Ah, April. It's a month when studios and consumers are just biding their time until something big-budget and larger-than-life hits theaters. Until we get to that point, theaters are full of run-of-the-mill comedies and remakes, crappy inspirational sports movies, and - oh, hey. Hanna actually looks interesting.
By Kim Hollis
April 8, 2011
The theoretical top dog amongst the new releases this weekend is Arthur, the remake of the well-loved Dudley Moore film that first appeared in theaters 30 years ago. I actually question whether the majority of moviegoers - or at least the ones in the primary demographic - have even heard of the film, or Moore. The diminutive actor was nominated for an Oscar for his performance (he won the Golden Globe), and Sir John Gielgud, the man who played the drunken billionaire playboy's servant, won the Academy Award for Supporting Actor. It's a pretty well-regarded film although it's thoroughly imperfect, but if no one really remembers it except "old people," why not reboot with actors who are actually alive and stuff?
Thus, we have Russell Brand as Arthur (but is his version of Arthur really so different from Aldous Snow of Forgetting Sarah Marshall and Get Him to the Greek?) and...Helen Mirren in the Gielgud role. Mirren could lend an air of credibility to the film, and Jennifer Garner is easily an upgrade from Liza Minelli, but reviews would seem to indicate that the magic of the original film has not been caught between the moon and New York City (oh, you knew it was coming). Instead, it's probably more in line with the ill-considered sequel Arthur II: On the Rocks. Reviews aren't going to matter much for opening weekend, though, and there's no real reason to think that this 21st century version of Arthur won't perform at least as well as Get Him to the Greek, and probably just a bit better. A weekend total of $18 million is reasonable for the comedy.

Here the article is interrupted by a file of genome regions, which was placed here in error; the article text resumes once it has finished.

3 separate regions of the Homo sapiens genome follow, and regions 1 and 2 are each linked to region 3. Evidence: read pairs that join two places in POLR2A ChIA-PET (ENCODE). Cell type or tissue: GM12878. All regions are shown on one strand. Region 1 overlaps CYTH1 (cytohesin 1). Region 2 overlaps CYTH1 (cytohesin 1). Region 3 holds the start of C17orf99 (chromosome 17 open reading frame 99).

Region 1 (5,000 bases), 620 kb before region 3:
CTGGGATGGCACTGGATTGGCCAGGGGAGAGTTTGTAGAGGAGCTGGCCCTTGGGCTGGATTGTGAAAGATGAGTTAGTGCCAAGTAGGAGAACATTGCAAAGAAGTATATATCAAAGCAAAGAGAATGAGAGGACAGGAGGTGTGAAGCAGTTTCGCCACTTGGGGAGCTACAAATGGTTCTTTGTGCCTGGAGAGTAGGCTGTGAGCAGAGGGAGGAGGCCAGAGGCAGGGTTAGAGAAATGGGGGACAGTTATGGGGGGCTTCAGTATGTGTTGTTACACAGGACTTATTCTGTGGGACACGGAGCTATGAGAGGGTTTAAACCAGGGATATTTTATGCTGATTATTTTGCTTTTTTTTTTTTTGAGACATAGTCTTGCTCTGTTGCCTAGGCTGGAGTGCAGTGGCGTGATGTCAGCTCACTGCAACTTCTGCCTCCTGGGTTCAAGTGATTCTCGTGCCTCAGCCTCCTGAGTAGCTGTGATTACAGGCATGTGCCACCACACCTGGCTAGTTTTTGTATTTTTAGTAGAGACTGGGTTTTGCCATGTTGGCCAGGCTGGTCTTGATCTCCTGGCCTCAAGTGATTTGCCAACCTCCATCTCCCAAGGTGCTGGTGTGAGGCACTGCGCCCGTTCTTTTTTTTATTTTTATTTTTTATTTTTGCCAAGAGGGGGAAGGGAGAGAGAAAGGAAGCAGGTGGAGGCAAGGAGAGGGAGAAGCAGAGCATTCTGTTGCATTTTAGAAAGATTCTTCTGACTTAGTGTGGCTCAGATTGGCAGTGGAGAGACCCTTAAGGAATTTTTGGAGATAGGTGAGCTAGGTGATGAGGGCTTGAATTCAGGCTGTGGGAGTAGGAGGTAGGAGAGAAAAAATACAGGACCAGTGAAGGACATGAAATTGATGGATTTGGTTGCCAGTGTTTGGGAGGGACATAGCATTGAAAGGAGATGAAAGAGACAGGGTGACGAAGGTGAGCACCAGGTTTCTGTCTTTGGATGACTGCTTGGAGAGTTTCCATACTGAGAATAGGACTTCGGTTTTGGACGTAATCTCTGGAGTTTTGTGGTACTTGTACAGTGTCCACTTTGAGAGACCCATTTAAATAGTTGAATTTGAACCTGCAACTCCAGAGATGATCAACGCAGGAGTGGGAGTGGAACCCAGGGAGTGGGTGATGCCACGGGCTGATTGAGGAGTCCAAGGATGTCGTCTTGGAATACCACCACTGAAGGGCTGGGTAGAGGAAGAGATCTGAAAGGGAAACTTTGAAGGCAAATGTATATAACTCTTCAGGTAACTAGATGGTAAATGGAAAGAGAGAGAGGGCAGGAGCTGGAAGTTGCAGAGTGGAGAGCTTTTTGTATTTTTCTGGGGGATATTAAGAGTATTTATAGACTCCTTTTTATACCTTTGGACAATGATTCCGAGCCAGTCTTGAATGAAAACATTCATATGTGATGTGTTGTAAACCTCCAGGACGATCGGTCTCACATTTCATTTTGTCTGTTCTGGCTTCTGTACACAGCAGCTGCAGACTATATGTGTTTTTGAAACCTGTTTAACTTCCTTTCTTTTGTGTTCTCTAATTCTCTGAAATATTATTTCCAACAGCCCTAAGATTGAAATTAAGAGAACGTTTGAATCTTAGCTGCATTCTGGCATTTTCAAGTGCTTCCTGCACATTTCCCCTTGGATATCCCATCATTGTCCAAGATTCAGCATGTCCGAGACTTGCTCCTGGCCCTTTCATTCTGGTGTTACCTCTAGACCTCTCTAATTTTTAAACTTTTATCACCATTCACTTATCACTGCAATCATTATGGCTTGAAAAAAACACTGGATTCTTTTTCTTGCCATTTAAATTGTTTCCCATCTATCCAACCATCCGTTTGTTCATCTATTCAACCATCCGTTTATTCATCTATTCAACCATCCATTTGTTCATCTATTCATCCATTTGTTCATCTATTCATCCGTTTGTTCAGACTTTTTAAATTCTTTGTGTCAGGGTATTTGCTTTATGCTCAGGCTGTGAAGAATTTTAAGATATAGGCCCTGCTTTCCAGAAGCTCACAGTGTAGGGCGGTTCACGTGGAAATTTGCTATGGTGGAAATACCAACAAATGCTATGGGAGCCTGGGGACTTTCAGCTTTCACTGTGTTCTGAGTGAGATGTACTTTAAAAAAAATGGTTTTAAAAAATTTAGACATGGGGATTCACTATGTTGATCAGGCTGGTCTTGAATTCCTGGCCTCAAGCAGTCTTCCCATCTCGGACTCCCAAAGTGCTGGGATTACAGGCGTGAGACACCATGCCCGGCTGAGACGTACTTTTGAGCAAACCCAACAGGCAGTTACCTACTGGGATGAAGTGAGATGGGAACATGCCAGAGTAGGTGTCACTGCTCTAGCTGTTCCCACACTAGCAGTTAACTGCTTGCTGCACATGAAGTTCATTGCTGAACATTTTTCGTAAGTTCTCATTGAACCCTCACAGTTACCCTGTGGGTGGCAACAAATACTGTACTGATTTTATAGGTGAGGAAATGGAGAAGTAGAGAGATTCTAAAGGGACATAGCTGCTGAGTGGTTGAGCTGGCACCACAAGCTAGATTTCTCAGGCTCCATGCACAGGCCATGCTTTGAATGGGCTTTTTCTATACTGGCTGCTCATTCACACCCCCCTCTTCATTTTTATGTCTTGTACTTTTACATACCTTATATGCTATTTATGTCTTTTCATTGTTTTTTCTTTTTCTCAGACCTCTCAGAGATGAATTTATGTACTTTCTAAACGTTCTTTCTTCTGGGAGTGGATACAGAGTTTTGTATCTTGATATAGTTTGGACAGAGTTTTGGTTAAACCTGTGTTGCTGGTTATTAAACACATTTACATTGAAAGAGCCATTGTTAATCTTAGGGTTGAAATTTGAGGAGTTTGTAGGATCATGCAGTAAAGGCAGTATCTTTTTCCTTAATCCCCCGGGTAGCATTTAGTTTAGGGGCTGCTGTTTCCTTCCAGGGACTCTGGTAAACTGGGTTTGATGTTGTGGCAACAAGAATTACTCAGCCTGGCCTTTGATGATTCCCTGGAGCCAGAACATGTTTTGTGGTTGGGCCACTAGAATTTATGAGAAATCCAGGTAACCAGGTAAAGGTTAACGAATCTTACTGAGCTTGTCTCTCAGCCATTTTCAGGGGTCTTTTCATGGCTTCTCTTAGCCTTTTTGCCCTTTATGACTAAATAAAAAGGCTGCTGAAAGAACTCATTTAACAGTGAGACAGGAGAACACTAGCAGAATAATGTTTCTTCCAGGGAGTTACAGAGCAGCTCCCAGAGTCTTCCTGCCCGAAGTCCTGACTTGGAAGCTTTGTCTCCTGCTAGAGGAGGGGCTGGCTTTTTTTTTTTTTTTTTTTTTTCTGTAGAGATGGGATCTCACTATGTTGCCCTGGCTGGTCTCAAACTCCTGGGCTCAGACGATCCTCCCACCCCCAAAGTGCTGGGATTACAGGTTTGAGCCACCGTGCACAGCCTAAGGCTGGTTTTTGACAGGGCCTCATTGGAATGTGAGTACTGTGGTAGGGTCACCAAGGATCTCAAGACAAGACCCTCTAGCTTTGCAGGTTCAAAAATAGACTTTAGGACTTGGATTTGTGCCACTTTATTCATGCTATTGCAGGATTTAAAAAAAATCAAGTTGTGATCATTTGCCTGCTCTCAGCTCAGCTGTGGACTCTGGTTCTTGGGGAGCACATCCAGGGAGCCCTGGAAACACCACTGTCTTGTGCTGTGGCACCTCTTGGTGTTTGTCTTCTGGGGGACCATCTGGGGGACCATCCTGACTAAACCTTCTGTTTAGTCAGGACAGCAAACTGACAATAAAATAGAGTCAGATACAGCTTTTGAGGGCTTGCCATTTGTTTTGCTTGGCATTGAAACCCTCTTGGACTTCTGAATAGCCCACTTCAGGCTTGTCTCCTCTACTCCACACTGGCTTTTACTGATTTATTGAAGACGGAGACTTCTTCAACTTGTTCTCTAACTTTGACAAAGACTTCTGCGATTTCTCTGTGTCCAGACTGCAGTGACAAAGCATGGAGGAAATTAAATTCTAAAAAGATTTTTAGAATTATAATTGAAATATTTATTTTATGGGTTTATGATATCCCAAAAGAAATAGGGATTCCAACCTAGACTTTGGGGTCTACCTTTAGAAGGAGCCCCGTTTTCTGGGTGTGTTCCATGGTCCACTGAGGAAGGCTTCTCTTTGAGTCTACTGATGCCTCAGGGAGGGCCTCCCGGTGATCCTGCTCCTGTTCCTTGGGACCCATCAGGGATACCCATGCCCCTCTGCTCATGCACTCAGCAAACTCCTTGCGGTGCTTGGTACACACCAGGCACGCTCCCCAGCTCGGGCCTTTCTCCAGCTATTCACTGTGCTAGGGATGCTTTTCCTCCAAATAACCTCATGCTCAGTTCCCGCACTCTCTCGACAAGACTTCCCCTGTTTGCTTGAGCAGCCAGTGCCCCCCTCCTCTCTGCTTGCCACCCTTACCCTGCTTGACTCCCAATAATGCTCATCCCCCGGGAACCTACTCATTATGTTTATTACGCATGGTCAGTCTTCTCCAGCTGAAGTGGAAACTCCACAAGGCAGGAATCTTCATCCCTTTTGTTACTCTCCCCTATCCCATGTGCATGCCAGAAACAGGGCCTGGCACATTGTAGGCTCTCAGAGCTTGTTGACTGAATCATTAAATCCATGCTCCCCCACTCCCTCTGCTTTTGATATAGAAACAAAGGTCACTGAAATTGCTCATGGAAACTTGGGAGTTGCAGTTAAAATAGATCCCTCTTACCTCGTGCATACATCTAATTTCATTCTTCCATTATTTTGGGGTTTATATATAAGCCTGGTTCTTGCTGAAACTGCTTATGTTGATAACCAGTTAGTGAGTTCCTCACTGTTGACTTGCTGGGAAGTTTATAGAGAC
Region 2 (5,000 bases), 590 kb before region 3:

From Arthur we move to a different breed of comedy in Your Highness, which is from the guy who directed Pineapple Express - and George Washington. His films do have a unique look and feel to them, something that Your Majesty seems to share (if commercials and trailers are any indication). The two films also have some actors in common - namely James Franco and Danny McBride. Recently, Franco may have alienated some folks with his truly bizarre hosting of the Oscars, but at the same time, he has a lot of fans and a lot more people know who he is now. McBride also has his followers, but whether or not he adds much to a film's box office potential is another story.
Instead, the movie's best hope for success probably lies with Natalie Portman, who is riding high with her recent Academy Award for Best Actress in Black Swan. Portman is hotter than hot right now, even taking something as average-looking as No Strings Attached to a $70 million total (versus its $25 million budget). Given her presence and the fact that "From the Director of Pineapple Express" will add a certain number of fans, Your Highness should open in the $13 million range.
Also opening this weekend is Hanna, which reunites the young actress Saoirse Ronan with her Atonement director Joe Wright. She plays a teenage assassin in the movie, and the commercials and trailers have been extremely intriguing and engaging. What's particularly fascinating about this Focus Features release is the amount of marketing that has been done for the film. The ads have been fairly ubiquitous for a movie that feels like it should have been a much smaller-scale release.
Instead, the movie is opening in more than 2,000 locations, and it's clear that the studio has plenty of faith in their product. It's largely receiving good reviews, too, which would support their conclusions about the quality of their film. It's pretty clear that they're going for Leon: The Professional vibe (speaking of Natalie Portman) and while that's not going to translate to huge success, it should be enough for $7 million or so.
Our final new opener is Soul Surfer, also on more than 2,000 screens, featuring another young up-and-comer in AnnaSophia Robb in the lead role. She portrays a surfer who loses an arm in a shark attack, and then works up the courage to start going back in the ocean and compete. The movie also features such luminaries as Dennis Quaid, Helen Hunt and Kevin Sorbo (Hercules returns!), and is a
"based-on-true-events" tale that is meant to be inspirational and family oriented.
The thing is, there just hasn't been a big marketing push for this film. Sure, this sort of movie can sometimes capture an audience through grass-roots marketing, but if anything, this feels like either a Direct-to-DVD movie or something that might be available on Lifetime. No matter what, there's nothing to make Soul Surfer feel particularly special other than its inspirational story, but that type of plot is a dime a dozen. Look for Soul Surfer to take in $3 million over the weekend.